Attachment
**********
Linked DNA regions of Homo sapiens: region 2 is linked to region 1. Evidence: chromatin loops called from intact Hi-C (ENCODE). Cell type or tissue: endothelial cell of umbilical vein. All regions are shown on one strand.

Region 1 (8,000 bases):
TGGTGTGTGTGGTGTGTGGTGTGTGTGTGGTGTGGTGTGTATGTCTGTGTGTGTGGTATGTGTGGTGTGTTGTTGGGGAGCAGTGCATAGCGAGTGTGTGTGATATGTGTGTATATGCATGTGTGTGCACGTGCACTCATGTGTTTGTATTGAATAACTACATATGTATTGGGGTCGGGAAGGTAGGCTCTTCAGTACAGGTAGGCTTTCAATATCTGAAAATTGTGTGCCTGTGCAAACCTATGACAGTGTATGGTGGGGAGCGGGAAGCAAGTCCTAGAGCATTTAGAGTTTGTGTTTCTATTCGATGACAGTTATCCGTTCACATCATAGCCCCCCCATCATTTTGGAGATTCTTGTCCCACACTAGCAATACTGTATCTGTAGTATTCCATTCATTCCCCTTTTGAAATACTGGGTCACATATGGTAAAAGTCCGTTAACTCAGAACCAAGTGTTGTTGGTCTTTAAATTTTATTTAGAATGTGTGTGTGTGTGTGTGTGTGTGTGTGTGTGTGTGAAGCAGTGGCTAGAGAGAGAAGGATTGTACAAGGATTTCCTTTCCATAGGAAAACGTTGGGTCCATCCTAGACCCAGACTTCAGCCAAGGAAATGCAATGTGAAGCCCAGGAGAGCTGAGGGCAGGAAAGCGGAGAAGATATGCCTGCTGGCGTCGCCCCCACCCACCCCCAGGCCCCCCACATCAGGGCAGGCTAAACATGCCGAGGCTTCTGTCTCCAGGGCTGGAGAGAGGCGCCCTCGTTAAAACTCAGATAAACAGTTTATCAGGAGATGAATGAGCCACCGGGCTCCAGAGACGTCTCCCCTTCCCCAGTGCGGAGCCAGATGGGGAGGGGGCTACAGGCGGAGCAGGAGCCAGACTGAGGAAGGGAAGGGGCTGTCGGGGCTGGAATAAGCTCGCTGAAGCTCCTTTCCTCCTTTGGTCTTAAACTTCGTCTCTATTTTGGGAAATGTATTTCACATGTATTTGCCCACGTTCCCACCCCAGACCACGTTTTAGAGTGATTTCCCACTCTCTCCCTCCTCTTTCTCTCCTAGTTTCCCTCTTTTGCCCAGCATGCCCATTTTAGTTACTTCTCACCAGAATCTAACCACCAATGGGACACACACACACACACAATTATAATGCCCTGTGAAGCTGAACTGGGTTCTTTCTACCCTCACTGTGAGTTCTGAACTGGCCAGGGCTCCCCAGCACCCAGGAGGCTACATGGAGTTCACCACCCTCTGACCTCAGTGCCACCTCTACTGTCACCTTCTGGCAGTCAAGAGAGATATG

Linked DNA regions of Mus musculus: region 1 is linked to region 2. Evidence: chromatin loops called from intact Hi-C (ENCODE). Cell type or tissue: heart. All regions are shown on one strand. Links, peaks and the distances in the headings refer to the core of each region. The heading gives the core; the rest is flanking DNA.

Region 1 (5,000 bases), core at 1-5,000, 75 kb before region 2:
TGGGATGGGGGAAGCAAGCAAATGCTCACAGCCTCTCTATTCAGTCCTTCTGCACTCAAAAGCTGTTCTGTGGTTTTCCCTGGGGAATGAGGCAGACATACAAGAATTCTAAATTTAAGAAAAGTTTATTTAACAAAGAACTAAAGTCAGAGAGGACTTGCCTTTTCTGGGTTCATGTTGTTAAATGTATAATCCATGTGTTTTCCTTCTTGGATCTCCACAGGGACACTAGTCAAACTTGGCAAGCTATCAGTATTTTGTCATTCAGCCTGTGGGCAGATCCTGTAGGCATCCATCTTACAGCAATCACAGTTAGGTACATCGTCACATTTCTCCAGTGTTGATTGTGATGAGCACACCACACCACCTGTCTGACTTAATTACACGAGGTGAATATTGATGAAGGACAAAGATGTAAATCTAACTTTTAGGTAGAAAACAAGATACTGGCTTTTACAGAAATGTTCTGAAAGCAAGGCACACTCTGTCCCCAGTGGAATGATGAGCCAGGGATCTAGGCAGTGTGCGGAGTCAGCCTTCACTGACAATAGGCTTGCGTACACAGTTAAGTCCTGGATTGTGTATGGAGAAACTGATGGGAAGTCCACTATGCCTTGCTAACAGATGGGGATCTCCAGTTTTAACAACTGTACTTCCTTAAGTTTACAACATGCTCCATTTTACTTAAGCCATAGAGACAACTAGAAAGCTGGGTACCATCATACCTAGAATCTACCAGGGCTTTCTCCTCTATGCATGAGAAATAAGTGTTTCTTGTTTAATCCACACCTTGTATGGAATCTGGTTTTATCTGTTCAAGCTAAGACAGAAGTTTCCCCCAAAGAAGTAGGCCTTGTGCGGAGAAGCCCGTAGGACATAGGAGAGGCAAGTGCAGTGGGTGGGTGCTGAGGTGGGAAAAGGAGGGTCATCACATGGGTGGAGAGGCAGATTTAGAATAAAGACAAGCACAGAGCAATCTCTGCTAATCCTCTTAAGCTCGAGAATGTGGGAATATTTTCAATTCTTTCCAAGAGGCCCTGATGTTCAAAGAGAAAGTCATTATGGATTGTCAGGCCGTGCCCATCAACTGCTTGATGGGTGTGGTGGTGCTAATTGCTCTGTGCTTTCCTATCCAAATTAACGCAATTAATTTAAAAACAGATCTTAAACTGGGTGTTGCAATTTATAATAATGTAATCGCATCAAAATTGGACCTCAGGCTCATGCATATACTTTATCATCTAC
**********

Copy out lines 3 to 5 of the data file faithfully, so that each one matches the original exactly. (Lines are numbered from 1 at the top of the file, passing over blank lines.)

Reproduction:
TGGTGTGTGTGGTGTGTGGTGTGTGTGTGGTGTGGTGTGTATGTCTGTGTGTGTGGTATGTGTGGTGTGTTGTTGGGGAGCAGTGCATAGCGAGTGTGTGTGATATGTGTGTATATGCATGTGTGTGCACGTGCACTCATGTGTTTGTATTGAATAACTACATATGTATTGGGGTCGGGAAGGTAGGCTCTTCAGTACAGGTAGGCTTTCAATATCTGAAAATTGTGTGCCTGTGCAAACCTATGACAGTGTATGGTGGGGAGCGGGAAGCAAGTCCTAGAGCATTTAGAGTTTGTGTTTCTATTCGATGACAGTTATCCGTTCACATCATAGCCCCCCCATCATTTTGGAGATTCTTGTCCCACACTAGCAATACTGTATCTGTAGTATTCCATTCATTCCCCTTTTGAAATACTGGGTCACATATGGTAAAAGTCCGTTAACTCAGAACCAAGTGTTGTTGGTCTTTAAATTTTATTTAGAATGTGTGTGTGTGTGTGTGTGTGTGTGTGTGTGTGTGAAGCAGTGGCTAGAGAGAGAAGGATTGTACAAGGATTTCCTTTCCATAGGAAAACGTTGGGTCCATCCTAGACCCAGACTTCAGCCAAGGAAATGCAATGTGAAGCCCAGGAGAGCTGAGGGCAGGAAAGCGGAGAAGATATGCCTGCTGGCGTCGCCCCCACCCACCCCCAGGCCCCCCACATCAGGGCAGGCTAAACATGCCGAGGCTTCTGTCTCCAGGGCTGGAGAGAGGCGCCCTCGTTAAAACTCAGATAAACAGTTTATCAGGAGATGAATGAGCCACCGGGCTCCAGAGACGTCTCCCCTTCCCCAGTGCGGAGCCAGATGGGGAGGGGGCTACAGGCGGAGCAGGAGCCAGACTGAGGAAGGGAAGGGGCTGTCGGGGCTGGAATAAGCTCGCTGAAGCTCCTTTCCTCCTTTGGTCTTAAACTTCGTCTCTATTTTGGGAAATGTATTTCACATGTATTTGCCCACGTTCCCACCCCAGACCACGTTTTAGAGTGATTTCCCACTCTCTCCCTCCTCTTTCTCTCCTAGTTTCCCTCTTTTGCCCAGCATGCCCATTTTAGTTACTTCTCACCAGAATCTAACCACCAATGGGACACACACACACACACAATTATAATGCCCTGTGAAGCTGAACTGGGTTCTTTCTACCCTCACTGTGAGTTCTGAACTGGCCAGGGCTCCCCAGCACCCAGGAGGCTACATGGAGTTCACCACCCTCTGACCTCAGTGCCACCTCTACTGTCACCTTCTGGCAGTCAAGAGAGATATG

Linked DNA regions of Mus musculus: region 1 is linked to region 2. Evidence: chromatin loops called from intact Hi-C (ENCODE). Cell type or tissue: heart. All regions are shown on one strand. Links, peaks and the distances in the headings refer to the core of each region. The heading gives the core; the rest is flanking DNA.

Region 1 (5,000 bases), core at 1-5,000, 75 kb before region 2: